A young girl from Nigeria reached out to me on LinkedIn:
“Please, I would like and appreciate it, if you would help me build my blogging career. I feel so passionate about writing and I would like to go far with it.
You can visit my blog (https//improvingfortune.com) and see where I am lacking, and if actually am doing the right thing. I will be ever ready to welcome any advice you give to me.”
So I went to her blog and had a quick look. I liked what I saw. But, unfortunately, I didn’t have time to provide a critique. The truth is, I am no expert on blogs or all that goes with it. So while cooking dinner, I wrote a quick response to her on my phone.
“Looks cool. Congratulations on starting the journey. Which blogging is. It is very hard to say what is lacking and what is the right thing. The biggest thing is that you have started.
The second biggest thing is to be consistent. It is a long-time game. Give yourself at least five years. Learn along the way.
In five years’ time, you will look back and see how far you have come. I am only two and half years in my journey and I have come a long way.”
She wrote back thanking me for encouragement.
Later at night, I thought I wanted to say so many other things to this young new friend of mine. In two and half years of blogging, I have learned a lot, which I want to share with new starters.
Rather than writing to her privately, I decided to list them here so that other wannabe bloggers might benefit from it too. Of course, I will send my friend the link.
So here we go.
Find your why.
I know it is cliché, but the only thing that will see you through the peaks and troughs of blogging is your why. If your why is not strong enough, if you are testing the waters, or you are doing it because everyone else seems to be doing it, you will be out at the first sign of trouble.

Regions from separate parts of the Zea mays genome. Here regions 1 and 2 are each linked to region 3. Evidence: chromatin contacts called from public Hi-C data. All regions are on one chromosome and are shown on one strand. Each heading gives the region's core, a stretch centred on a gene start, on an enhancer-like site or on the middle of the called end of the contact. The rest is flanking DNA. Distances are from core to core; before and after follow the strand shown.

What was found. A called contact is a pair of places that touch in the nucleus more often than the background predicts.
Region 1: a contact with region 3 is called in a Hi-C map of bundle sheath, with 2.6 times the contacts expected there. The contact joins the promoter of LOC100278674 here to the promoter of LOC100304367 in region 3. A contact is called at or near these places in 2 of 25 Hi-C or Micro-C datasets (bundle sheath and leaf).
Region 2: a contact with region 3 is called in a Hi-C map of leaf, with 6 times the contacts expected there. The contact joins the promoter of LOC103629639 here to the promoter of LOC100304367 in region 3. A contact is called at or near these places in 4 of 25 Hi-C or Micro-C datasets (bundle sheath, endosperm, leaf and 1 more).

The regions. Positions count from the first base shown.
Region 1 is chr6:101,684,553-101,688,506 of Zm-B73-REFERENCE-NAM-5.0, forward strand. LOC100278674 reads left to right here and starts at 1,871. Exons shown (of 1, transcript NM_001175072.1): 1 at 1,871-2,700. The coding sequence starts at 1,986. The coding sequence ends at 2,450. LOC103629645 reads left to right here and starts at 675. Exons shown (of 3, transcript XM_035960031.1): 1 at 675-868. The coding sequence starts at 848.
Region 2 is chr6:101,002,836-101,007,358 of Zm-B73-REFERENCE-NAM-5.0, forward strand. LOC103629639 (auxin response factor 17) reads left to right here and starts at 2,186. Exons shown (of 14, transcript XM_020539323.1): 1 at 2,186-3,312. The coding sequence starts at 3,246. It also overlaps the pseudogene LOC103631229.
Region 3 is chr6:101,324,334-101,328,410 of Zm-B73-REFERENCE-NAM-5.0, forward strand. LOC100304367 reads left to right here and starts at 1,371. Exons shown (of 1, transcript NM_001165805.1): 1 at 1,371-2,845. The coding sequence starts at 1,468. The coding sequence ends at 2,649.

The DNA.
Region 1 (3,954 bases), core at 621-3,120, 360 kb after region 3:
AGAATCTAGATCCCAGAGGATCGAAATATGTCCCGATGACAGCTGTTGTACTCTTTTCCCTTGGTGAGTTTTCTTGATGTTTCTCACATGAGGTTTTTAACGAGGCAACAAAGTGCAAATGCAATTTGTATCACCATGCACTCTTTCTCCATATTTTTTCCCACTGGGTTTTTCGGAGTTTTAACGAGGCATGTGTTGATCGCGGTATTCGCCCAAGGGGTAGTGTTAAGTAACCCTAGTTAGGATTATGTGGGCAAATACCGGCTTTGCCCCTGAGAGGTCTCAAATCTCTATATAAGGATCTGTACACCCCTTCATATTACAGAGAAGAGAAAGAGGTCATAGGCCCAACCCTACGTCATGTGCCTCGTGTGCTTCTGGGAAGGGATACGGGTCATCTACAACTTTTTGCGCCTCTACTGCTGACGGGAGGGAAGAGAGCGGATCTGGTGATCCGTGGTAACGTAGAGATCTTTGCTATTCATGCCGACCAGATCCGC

But if your why is that you have to write no matter what — the day you don’t write feels like a day wasted. If your why is that nothing else can fill your soul other than writing and you want to find a way to focus on your writing, then blogging is where you start.
Because you will learn a lot more when blogging than practicing in isolation.
First, you learn to write for an audience from day one.
Second, you build an audience while learning the craft of writing.
Third, your tackle the fear of ‘publishing.’ For years, I was so afraid to publish anything with my name on it. Writing small blog posts regularly helped me overcome my fear and gave me the courage to write books.
Writing is not the only thing you need to learn.
Learn technology, marketing, and publishing along the way.
In the twenty-first century, you need to be a Jack of all trades and master of one.
You will need to learn how to set up and maintain a blog. You won’t be able to fork out thousands of dollars every time you want to change the layout of your blog or want to include podcasting and video making to it.
You will also need to learn how email marketing works and how social media is essential to build your profile.
You will also need to learn how the publishing industry works because, sooner or later, you will be publishing books, writing courses, producing audiobooks. That is where the world is going.